Here is my base formula for 2 cups of aromatherapy bath salts:
- 1 and 1/4 cups of Epsom Salts (possibly cheaper at your local pharmacy)
- 1/2 cup Dead Sea salts
- 1/4 cup of Baking Soda
- 40-100 drops of essential oils (depends on individual oils and desired strength of scent)
- Store in an airtight container
This blend seems to give me the best of all worlds- lots of magnesium and sulphate to help with achey joints and sore muscles, plus plenty of minerals and more magnesium from the Dead Sea salts. The baking soda is added because it softens the skin and is a fabulous deodorizer. This is especialy helpful on callused, potentially odiferous, feet. Try to use this up relatively soon. The more opportunities it has to be exposed to air and moister, the greater the likelihood it will cake up.
Optional: 1/8 of a cup of citric acid. The reaction between the baking soda, citric acid, and water makes for a fizzy action. I mention this because I do this for my kids. Unfortuantely, you would need to use it within 6 months of opening the citric acid packaging. Exposure to air will cause it to lose its potency within 6 months. If this is something you want to have on hand, make absolutely sure that it is packed air tight and stays that way. Also, if you add citric acid, make absolutely sure that no moisture (and therefore, air) gets into your salt blend. Otherwise, it may fizz in the package, and not in your bath.
Optional: Substitute 1/4 to 1/2 cup of Himalayan salts to give a natural pink color.
Optional: Add herbs to the salts, like lavender buds, peppermint leave, calendula petals, etc. This is truly a personal choice, but I don’t bother with this myself. While the salts dissolve into the water, the herbs, while pretty, could clog up the drain. You could add the salts to a sachet or muslin bag first, and then put the bag into the water. I still find that too much fuss for me compared to the ease of using essential oils. I would, however, add herbs if our supply were cut off from essential oils.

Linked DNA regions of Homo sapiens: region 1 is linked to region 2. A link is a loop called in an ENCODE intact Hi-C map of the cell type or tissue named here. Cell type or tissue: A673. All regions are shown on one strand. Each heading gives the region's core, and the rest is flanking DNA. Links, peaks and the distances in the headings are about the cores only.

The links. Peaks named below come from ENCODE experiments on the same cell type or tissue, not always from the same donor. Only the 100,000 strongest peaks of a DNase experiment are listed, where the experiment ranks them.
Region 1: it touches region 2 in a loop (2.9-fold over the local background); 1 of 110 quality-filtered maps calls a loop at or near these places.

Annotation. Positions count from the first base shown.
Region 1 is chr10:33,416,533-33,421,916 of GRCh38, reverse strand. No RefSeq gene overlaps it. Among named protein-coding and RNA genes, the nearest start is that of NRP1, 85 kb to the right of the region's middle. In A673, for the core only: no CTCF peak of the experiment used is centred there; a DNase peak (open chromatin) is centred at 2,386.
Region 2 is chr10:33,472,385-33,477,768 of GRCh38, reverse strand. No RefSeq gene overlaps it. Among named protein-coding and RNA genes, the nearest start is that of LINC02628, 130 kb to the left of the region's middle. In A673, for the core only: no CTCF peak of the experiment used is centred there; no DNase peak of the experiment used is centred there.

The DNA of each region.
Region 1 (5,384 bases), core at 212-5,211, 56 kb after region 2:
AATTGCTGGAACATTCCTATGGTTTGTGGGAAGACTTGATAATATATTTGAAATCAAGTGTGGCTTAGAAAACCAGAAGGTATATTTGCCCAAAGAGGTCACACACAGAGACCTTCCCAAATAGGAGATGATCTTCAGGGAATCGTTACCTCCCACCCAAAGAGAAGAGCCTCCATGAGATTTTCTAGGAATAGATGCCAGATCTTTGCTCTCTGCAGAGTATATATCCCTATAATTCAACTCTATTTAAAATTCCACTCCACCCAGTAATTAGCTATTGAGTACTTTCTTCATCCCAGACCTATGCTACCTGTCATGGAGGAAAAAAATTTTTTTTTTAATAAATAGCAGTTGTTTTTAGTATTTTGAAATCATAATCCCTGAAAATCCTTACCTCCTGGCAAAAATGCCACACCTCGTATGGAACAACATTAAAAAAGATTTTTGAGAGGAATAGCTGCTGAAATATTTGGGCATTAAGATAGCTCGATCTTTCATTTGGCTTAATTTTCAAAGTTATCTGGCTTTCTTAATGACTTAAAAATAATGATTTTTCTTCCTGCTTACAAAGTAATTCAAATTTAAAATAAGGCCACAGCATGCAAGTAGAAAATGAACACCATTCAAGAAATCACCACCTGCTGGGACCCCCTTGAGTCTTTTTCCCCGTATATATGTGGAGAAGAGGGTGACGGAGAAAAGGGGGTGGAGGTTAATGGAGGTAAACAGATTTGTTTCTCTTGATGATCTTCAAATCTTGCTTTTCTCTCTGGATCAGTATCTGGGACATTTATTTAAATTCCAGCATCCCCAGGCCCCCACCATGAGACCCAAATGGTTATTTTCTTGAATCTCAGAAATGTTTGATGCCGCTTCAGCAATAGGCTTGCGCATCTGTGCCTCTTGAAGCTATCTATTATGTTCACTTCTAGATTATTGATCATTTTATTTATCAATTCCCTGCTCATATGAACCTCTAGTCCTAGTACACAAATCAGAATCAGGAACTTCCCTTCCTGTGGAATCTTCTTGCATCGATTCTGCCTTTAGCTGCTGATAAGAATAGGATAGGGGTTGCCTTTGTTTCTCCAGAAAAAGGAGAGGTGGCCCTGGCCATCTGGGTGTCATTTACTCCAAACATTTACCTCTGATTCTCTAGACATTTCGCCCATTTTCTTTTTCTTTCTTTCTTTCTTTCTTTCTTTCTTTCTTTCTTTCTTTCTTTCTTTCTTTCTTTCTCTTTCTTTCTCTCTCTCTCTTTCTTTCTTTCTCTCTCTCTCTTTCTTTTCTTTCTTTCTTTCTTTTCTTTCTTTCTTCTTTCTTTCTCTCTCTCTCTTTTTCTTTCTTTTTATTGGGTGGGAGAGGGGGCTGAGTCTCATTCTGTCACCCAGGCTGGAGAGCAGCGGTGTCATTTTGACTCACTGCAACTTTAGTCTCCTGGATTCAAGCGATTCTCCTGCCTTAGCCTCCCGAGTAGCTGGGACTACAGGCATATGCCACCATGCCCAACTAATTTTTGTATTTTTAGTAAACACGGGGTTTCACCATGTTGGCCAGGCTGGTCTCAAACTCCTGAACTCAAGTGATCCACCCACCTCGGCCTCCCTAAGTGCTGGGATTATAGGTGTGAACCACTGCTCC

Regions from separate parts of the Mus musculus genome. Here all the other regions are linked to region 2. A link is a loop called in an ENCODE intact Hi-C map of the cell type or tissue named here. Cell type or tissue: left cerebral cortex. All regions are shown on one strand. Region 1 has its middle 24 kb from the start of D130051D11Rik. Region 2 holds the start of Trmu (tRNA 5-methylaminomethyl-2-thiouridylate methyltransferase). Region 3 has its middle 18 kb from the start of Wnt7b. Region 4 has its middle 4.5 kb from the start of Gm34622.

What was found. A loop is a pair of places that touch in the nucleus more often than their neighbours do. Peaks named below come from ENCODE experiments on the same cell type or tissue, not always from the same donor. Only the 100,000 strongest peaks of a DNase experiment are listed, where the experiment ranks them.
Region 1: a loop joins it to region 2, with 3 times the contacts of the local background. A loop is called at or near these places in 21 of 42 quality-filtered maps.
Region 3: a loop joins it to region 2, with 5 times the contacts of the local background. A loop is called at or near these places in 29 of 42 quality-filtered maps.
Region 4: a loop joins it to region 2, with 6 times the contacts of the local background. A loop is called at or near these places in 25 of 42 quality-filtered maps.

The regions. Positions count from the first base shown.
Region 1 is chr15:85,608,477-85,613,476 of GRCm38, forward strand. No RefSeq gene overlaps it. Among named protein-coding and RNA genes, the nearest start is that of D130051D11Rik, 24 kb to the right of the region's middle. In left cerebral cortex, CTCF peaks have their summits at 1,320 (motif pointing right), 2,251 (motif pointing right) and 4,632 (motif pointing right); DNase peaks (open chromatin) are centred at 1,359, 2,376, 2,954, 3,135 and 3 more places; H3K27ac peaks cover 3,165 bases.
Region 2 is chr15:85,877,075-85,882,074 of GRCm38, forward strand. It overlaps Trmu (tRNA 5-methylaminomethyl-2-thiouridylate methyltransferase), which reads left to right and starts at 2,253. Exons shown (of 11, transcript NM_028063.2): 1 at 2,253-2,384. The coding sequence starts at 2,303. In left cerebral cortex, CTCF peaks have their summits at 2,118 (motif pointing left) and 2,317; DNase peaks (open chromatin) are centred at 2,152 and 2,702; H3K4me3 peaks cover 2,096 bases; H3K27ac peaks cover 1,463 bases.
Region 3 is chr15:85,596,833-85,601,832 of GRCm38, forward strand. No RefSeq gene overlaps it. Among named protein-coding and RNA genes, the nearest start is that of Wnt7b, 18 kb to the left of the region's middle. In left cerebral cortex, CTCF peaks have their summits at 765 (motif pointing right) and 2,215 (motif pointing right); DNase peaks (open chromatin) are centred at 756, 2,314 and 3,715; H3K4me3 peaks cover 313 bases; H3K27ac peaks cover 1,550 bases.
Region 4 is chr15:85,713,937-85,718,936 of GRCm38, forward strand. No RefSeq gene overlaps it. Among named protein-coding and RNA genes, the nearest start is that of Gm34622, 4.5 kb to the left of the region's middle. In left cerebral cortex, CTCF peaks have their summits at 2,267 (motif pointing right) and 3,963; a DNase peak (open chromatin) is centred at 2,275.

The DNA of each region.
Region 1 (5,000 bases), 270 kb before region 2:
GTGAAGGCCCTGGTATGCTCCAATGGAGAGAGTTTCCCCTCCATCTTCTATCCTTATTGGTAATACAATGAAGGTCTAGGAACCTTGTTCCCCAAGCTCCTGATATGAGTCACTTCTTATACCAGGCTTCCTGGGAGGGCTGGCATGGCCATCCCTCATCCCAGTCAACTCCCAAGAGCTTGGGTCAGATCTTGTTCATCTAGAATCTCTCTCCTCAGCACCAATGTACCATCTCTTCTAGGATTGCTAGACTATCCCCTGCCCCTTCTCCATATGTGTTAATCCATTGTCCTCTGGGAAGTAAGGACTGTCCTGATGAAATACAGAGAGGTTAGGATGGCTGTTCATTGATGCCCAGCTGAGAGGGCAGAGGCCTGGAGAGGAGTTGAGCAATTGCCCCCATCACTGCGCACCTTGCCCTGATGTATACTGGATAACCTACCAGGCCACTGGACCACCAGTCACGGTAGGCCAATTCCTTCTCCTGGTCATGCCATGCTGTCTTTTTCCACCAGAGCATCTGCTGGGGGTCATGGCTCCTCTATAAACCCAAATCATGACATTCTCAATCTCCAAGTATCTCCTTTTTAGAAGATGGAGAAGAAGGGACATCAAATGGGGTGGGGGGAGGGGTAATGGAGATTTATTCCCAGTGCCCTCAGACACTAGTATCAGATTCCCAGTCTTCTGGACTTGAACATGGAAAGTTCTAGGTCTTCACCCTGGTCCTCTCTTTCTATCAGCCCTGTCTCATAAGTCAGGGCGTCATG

Essential Oil Options: To this base, add essential oils depending on your needs. There are infinite combinations of oils, so please don’t let this limit you. However, please use caution with essential oils. I will do a post just on essential oil safety. But, in general, do not use with infants. Stick to gentle oils with children. Do not ingest essential oils. While I won’t say there’s never an appropriate time for it, only that those times are quite rare. Essential oil use during pregnancy is controversial, but it is unlikely that a couple of drops (not at the concentrations suggested above) of something mild, like lavender, in a tub would do harm.
How to Make a Peppermint and Tea Tree Foot Soak
To use, fill a basin with enough water to cover your feet. The water should be very warm, but not burning, much like a comfortable bath. Pour the scented salts in, and allow the feet to soak in the water for 10-30 minutes. Excellent or tired feet or potential fungal infection. If a fungal infection is suspected, follow up with a calendula and tea tree lotion, or other antifungal herbal formula.
How to Make a Joint Soothing Magnesium Bath
To use, draw a very warm bath, but not so hot it would burn the skin. Wait until right before you get into the tub to add the salts so the essential oils do not evaporate before you can enjoy them.
Hopefully, this gave you lots of ideas on how to create your own magnesium bath salts. This is a very affordable way to care for your overall health.
If you liked these recipes, check out my new book, Prepper’s Natural Medicine, now available for pre-order on Amazon. Official release date is April 14, 2015. Reserve your copy now!